ICE extends prosecutorial discretion to detainer policy
To focus on criminals and repeat offenders, Immigration and Customs Enforcement has applied the policy of prosecutorial discretion to decisions on whether to issue detainers.
In a Dec. 21 memo (.pdf), ICE Director John Morton instructed agents and officers to issue detainers to suspected illegal immigrants only if they have been charged with or convicted of a felony, have at least three prior misdemeanor convictions, have re-entered the country after a previous removal, or otherwise pose a security threat.
They should also issue detainers to individuals found to have knowingly committed immigration fraud and those who have illegally crossed the border, the memo says.
The new guidance applies to all ICE efforts, including Secure Communities and 287(g) agreements, which give state and local law enforcement agencies certain authority to enforce immigration law.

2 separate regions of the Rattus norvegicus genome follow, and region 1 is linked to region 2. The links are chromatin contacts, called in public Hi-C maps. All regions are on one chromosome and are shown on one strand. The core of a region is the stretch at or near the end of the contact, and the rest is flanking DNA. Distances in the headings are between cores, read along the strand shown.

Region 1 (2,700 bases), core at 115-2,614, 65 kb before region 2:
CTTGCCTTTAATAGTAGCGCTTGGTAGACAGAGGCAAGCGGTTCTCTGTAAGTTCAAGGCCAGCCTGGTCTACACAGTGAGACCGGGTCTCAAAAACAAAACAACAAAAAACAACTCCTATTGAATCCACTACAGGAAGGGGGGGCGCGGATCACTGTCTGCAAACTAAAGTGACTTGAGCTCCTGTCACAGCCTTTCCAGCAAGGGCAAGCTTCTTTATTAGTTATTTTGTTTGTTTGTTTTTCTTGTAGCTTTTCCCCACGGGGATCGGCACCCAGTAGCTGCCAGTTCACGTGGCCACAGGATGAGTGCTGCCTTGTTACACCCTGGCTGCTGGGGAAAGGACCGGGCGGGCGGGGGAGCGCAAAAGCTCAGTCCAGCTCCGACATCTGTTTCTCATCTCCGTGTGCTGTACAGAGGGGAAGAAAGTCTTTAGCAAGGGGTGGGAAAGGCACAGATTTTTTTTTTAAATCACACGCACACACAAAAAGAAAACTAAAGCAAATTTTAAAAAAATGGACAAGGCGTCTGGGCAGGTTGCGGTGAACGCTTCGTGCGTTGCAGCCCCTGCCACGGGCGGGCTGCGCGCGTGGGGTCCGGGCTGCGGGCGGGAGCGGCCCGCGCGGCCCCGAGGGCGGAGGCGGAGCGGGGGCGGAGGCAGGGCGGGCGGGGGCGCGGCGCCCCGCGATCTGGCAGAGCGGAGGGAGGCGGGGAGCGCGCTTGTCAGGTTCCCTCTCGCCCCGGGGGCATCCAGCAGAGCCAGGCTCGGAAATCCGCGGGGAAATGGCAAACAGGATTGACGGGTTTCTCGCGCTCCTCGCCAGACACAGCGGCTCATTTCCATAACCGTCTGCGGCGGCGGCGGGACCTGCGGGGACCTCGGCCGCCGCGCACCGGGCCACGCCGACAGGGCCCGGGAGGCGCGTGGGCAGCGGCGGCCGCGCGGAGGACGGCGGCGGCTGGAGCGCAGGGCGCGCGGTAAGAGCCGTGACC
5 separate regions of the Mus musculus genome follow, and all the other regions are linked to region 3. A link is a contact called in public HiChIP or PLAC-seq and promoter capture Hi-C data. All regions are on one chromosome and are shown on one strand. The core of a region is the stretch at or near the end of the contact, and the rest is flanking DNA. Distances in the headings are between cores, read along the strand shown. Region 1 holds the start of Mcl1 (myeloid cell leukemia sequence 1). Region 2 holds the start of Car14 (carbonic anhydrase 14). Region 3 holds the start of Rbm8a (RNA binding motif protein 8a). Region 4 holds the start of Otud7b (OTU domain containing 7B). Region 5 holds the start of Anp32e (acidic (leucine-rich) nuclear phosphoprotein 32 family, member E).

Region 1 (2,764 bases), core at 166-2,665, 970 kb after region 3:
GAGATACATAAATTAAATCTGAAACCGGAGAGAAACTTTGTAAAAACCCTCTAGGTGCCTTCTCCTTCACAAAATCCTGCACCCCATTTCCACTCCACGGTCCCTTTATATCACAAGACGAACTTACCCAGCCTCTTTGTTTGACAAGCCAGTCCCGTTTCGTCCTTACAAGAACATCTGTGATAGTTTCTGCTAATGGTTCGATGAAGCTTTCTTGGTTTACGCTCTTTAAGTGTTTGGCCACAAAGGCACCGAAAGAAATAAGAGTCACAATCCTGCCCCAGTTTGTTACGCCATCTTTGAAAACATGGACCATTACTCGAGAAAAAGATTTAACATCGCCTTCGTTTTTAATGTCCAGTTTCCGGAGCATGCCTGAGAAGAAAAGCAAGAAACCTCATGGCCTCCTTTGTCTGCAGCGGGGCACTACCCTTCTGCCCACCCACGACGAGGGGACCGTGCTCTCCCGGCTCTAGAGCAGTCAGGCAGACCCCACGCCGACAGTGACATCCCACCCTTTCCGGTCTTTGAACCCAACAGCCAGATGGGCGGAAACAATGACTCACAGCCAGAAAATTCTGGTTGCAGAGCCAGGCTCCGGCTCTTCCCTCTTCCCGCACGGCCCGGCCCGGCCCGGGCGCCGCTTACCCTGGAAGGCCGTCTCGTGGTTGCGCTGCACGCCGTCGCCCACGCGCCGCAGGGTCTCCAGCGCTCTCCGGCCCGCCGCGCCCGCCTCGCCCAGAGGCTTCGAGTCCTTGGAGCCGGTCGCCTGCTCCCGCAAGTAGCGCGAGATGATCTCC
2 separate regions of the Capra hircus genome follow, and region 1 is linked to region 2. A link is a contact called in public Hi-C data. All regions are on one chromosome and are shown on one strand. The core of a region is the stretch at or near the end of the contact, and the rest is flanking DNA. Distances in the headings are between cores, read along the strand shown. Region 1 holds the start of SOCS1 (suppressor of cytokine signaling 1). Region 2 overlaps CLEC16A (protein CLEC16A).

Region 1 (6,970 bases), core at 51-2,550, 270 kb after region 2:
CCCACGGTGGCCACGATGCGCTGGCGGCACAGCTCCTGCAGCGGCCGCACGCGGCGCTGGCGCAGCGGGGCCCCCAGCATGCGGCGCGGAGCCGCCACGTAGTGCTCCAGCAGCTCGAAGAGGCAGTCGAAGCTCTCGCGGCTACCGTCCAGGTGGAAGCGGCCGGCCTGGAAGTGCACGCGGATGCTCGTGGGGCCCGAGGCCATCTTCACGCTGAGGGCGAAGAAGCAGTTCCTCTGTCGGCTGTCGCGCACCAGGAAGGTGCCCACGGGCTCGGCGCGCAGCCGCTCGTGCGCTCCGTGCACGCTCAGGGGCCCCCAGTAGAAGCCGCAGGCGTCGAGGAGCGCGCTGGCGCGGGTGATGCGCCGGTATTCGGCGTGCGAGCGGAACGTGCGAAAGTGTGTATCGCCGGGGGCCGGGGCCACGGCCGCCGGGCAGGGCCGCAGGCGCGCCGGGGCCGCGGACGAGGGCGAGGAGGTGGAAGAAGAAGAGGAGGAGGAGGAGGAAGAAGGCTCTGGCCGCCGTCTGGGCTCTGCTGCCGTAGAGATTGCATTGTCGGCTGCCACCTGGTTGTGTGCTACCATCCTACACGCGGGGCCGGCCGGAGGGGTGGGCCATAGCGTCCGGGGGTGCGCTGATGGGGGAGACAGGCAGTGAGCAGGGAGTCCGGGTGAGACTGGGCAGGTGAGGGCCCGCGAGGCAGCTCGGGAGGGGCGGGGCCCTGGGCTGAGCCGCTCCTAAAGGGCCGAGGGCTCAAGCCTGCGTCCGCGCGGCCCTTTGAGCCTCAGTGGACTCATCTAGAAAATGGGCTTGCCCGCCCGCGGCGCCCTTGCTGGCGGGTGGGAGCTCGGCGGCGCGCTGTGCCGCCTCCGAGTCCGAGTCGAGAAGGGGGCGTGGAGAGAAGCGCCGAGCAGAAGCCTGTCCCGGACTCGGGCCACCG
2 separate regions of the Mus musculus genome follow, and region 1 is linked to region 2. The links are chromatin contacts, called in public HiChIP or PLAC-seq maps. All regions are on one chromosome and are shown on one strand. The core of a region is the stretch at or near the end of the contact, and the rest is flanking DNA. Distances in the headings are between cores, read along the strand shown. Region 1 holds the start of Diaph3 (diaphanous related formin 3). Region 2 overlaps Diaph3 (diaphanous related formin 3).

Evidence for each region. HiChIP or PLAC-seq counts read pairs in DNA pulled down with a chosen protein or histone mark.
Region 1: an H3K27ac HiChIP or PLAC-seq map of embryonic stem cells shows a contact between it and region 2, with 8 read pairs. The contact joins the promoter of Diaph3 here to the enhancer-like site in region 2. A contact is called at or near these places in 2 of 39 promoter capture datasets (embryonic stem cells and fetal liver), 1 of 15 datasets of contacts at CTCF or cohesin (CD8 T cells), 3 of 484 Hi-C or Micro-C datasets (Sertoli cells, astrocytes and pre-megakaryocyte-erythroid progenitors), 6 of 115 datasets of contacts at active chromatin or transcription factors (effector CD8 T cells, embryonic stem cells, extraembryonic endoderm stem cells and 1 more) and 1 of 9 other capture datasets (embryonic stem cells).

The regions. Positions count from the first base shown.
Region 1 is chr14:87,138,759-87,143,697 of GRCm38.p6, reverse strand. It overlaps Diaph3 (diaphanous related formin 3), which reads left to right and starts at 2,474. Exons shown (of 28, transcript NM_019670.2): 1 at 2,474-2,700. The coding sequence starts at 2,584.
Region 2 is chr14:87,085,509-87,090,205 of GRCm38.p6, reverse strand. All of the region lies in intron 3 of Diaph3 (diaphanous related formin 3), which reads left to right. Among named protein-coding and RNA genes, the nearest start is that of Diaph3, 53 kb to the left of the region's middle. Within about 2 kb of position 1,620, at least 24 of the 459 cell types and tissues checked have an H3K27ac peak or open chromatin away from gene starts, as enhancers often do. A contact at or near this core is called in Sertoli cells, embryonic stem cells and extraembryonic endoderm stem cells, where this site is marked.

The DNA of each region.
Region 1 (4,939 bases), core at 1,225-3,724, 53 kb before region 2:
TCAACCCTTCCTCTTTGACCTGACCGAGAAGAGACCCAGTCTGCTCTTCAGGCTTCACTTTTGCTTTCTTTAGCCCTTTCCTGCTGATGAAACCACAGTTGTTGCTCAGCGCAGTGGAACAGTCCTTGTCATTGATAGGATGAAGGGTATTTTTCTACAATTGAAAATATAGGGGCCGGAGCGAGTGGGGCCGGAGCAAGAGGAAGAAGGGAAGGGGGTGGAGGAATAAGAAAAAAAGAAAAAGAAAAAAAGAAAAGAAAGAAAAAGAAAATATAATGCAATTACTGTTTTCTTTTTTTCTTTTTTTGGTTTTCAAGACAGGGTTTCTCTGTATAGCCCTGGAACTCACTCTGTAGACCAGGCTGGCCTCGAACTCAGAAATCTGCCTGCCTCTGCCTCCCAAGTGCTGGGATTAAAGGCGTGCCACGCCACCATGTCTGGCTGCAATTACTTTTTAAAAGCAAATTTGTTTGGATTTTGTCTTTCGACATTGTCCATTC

It does not apply to the use of detainers by Customs and Border Protection.
The memo calls for a review of the guidance for the first six months of implementation. ICE will consider changes based on the review after that.
Morton notes that the guidance doesn't limit ICE's power to enforce immigration law or confer any new rights on those subject to it. But, he says, "These priorities ensure that ICE's finite enforcement resources are dedicated...to individuals whose removal promotes public safety, national security, border security, and the integrity of the immigration system."
In fiscal 2012, ICE deported 409,849 immigrants. More than half of them had felony or misdemeanor convictions. That includes 1,215 immigrants convicted of homicide, 5,557 convicted of sexual offenses, 40,448 convicted of drug crimes, and 36,166 convicted of driving under the influence.